The UK holds internationally important breeding populations of many species of seabirds, and therefore has an obligation to keep an eye on their well-being. Seabird population dynamics are also a highly useful indicator of the health of marine ecosystems and environmental change. For example, analysis of data from the Isle of May confirmed that numbers of black-legged kittiwakes have declined by more than half since 1990 and linked this decline to ongoing climate change.
The Isle of May Long-Term Study (IMLOTS) began in 1973 and is the most data data-rich and complex study of its kind in the UK.
The Isle of May, situated in the entrance to the Firth of Forth on the east coast of Scotland, is a National Nature Reserve, recognised for its rich bird life. The breeding success of many of the bird species found there is influenced by climate change, via effects on their food sources.
In IMLOTS, we monitor many aspects of the biology of five seabird species breeding on the island:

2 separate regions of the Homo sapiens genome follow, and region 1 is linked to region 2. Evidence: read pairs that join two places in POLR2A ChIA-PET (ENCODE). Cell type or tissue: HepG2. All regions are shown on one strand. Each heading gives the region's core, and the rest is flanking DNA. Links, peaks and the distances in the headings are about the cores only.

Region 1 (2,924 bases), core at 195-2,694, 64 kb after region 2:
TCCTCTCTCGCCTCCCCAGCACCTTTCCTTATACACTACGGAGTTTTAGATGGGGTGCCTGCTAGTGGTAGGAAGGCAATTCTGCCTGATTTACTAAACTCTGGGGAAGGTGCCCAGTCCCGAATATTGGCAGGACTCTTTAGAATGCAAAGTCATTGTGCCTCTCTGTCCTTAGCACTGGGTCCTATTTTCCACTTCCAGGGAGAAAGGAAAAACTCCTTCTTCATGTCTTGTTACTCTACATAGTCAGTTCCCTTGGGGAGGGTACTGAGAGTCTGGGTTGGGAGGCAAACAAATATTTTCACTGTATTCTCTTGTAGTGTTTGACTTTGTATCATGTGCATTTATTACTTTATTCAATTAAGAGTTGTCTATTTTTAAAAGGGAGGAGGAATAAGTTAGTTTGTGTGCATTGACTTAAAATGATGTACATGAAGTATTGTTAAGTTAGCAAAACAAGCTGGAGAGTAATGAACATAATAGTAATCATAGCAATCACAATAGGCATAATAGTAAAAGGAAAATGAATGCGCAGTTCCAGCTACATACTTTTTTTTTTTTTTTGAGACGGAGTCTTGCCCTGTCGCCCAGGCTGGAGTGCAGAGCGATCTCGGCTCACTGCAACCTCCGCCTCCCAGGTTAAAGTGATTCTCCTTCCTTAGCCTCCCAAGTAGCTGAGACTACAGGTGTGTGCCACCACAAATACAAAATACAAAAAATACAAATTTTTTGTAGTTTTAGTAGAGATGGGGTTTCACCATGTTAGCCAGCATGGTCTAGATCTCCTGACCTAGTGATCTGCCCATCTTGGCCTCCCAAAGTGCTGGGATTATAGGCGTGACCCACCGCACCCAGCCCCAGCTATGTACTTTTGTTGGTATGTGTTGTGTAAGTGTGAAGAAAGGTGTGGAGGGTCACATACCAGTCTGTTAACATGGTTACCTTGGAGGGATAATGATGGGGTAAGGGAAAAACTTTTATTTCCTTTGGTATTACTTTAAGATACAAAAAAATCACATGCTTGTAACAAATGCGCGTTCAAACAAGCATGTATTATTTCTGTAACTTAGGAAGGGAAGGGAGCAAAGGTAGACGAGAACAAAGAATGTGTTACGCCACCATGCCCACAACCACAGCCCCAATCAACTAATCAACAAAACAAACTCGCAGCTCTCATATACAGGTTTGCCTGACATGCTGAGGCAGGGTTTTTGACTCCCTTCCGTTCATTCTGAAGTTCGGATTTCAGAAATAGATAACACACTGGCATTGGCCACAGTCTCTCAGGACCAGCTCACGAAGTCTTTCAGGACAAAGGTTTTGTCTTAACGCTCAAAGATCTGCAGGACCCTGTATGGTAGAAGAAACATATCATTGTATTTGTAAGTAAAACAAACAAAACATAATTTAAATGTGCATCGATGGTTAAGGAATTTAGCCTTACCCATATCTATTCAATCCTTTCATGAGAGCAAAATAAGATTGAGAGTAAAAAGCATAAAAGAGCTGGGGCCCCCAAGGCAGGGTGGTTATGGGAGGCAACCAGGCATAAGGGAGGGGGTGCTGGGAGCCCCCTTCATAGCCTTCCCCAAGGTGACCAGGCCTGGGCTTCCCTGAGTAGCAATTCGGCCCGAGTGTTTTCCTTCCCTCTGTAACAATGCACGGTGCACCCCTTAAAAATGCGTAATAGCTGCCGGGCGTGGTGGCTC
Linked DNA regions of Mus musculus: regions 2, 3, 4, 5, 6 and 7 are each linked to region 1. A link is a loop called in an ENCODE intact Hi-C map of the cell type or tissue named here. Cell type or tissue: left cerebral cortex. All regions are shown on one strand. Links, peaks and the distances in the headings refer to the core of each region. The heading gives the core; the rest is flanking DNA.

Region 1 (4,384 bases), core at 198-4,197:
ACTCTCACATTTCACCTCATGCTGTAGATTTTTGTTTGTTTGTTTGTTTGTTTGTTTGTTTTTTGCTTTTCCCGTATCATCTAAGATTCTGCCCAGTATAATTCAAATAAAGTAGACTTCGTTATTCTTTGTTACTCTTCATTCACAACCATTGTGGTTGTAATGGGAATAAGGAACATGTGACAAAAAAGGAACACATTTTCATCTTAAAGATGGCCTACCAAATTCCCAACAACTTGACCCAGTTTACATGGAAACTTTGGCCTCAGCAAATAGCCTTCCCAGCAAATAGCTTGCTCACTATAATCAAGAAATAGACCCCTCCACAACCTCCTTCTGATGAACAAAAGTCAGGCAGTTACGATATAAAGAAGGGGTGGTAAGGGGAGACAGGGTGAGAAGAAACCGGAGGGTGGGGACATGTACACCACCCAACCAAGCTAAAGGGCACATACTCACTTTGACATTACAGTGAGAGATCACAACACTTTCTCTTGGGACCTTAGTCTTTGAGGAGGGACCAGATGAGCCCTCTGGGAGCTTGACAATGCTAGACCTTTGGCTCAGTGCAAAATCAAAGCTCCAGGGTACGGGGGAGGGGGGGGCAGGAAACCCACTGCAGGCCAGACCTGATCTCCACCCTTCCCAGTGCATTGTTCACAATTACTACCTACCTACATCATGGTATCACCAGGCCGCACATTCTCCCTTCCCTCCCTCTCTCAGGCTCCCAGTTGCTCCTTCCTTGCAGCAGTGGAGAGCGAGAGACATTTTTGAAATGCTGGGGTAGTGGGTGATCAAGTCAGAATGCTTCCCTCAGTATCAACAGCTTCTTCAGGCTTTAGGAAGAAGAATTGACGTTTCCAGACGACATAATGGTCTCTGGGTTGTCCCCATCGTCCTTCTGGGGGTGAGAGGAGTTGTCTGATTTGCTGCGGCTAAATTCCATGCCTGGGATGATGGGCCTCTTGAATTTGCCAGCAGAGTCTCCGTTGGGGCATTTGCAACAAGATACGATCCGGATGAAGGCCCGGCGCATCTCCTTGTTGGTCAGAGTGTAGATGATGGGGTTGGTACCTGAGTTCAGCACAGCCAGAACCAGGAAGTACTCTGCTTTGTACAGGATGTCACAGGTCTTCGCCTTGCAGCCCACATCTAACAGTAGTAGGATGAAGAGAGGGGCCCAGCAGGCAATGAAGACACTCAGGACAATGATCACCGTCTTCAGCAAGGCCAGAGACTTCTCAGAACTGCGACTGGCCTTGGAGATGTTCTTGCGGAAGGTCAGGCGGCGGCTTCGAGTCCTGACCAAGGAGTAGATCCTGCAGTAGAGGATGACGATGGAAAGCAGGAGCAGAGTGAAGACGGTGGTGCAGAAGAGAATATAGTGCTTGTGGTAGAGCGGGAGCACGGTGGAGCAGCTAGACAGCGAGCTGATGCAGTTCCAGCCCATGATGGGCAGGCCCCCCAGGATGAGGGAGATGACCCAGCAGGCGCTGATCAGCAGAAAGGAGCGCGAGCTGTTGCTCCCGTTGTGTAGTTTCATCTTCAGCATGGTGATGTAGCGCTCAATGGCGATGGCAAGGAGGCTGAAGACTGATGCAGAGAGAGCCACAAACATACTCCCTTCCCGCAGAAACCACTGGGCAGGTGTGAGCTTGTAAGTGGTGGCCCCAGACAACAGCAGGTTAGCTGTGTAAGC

- European shag
- Black-legged kittiwake
- Common guillemot
- Atlantic puffin.
Birds are ringed and the behaviour of individuals are studied in detail. Repeated observations allow us to predict bird survival from year to year, the main factor affecting population growth in these long-lived birds. We also follow breeding success, measured as the average number of chicks fledged per breeding pair.
To understand year-to-year variation in more detail, we also monitor the food that adults bring to their chicks. Variation in the importance or size of different fish species, or in fish age classes, can have important repercussions for the birds and tell us a lot about sea conditions.
The study is partly funded by the UK’s Joint Nature Conservation Committee (JNCC) as part of the Seabird Monitoring Programme.
The IMLOTS team are also involved in a range of related projects (see below).